Release Date: Thursday, September 05, 2013
by Shay Maunz
Daily Mail staff
CHARLESTON, W.Va. -- In Ed Welch's office at the University of Charleston, there are two framed photos — aerial shots of the school's main campus.
One shows the school as it was in the 1970s and '80s; the other shows it today.
"It's interesting to think I was here when all of this happened," Welch said, gesturing to the second, more recent, photo.
There was a noticeable difference between the two versions of campus: the recent photo carries evidence of an ambitious building plan that's unfolded at UC over the last two decades — eight new buildings in 16 years.
And Welch has overseen all of that. This year marks his 25th at UC — he came to the school in 1989 — an eternity for a university president (the average tenure among sitting presidents is eight and a half years).
Sitting in the president's office at UC recently, the spot on campus that he has occupied for a quarter-century now, Welch chuckled at the thought that he'd spent all this time at UC.
"You don't realize it," he said. "You think about a project that you're doing over a year or a couple of years and then you transition and begin another one. There are some moments when you look back and think there's no way it can have been 25 years, and other moments you get perspective and can't believe it's only been that long."
"You can put on different glasses and get different reflections," he said, and paused. "Probably I could use a better metaphor there, but you understand."
Welch uses a lot of metaphors in conversation. He's well spoken and engaging, with a quick wit and a subtle sense of humor.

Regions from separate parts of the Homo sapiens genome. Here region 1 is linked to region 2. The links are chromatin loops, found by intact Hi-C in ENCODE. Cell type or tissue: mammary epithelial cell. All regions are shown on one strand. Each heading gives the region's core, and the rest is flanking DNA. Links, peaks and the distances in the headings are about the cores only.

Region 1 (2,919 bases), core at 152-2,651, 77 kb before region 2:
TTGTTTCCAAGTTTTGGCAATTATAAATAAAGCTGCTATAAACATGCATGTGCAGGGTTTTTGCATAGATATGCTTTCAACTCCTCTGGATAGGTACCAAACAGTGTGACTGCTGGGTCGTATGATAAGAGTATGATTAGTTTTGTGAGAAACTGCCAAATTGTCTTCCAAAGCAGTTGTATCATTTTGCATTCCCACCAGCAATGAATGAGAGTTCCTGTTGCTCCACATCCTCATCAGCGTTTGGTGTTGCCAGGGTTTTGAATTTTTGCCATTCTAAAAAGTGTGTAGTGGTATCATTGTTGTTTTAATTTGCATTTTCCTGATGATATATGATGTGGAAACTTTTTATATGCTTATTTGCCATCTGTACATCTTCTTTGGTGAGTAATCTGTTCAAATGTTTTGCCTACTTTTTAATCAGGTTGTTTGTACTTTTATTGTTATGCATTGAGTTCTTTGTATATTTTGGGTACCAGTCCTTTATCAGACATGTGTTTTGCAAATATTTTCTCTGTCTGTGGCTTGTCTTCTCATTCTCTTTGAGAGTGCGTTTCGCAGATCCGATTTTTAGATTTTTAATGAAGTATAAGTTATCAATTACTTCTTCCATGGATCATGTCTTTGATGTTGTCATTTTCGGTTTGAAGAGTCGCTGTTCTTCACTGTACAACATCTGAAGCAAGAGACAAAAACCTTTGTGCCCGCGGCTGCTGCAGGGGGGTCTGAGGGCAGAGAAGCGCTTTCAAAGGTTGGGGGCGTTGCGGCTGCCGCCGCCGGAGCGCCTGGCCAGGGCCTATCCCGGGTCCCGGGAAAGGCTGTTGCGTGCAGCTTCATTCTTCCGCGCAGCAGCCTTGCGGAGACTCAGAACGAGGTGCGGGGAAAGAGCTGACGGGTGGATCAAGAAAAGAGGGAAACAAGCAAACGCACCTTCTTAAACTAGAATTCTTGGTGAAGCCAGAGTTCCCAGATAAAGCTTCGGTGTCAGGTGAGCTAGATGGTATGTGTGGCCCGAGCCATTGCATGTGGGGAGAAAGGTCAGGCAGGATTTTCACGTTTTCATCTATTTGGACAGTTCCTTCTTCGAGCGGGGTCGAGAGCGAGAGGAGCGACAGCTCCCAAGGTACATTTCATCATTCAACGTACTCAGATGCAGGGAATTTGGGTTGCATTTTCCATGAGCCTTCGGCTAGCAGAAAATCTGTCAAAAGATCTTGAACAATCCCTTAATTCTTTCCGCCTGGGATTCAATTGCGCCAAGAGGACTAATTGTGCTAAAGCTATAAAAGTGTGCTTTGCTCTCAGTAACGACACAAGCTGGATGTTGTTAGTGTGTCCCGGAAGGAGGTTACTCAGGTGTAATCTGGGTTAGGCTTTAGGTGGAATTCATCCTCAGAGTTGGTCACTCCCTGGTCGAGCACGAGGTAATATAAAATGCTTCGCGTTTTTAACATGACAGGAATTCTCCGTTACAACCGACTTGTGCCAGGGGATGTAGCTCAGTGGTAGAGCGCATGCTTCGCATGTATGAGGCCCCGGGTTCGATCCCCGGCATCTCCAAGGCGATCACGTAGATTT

By now his impressive resume — a decade in administrative positions at a handful of private colleges and another decade working in the White House part time as an intern while earning a theology degree — is well known in the UC and Charleston communities.
Now, after more than two decades in Charleston, it's his time at UC that Welch most likes to reflect on.
The university's position now is drastically different from where it was when Welch started, and he's guided it through more than one growth spurt.
"He's got a brilliant mind and he thinks ahead of the curve," said Holmes Morrison, a friend of Welch's who was on UC's board of governors when Welch came on. "It's in that capacity that I think he's been most beneficial for the university."
When Welch started at UC the university was in financial straits, and the community was fractured. In the 25 years before Welch came to the school, there had been six university presidents, and two interim presidents.
"My understanding of vision is it's the intersection between the relatively unchanging mission of the institution and the very changing environment," Welch said.
"It's like a hockey player. You've got to skate to where the puck is going to be."
On the hearth of the president's office at UC, near where Welch rests his feet when he sits at his desk, is a piece of rock that is meant to illustrate that very point. It's inscribed with one word: "Nothing."
UC President Ed Welch keeps an inscribed piece of limestone in his office to remind himself that "nothing" is written in stone. Photo by Craig Cunningham.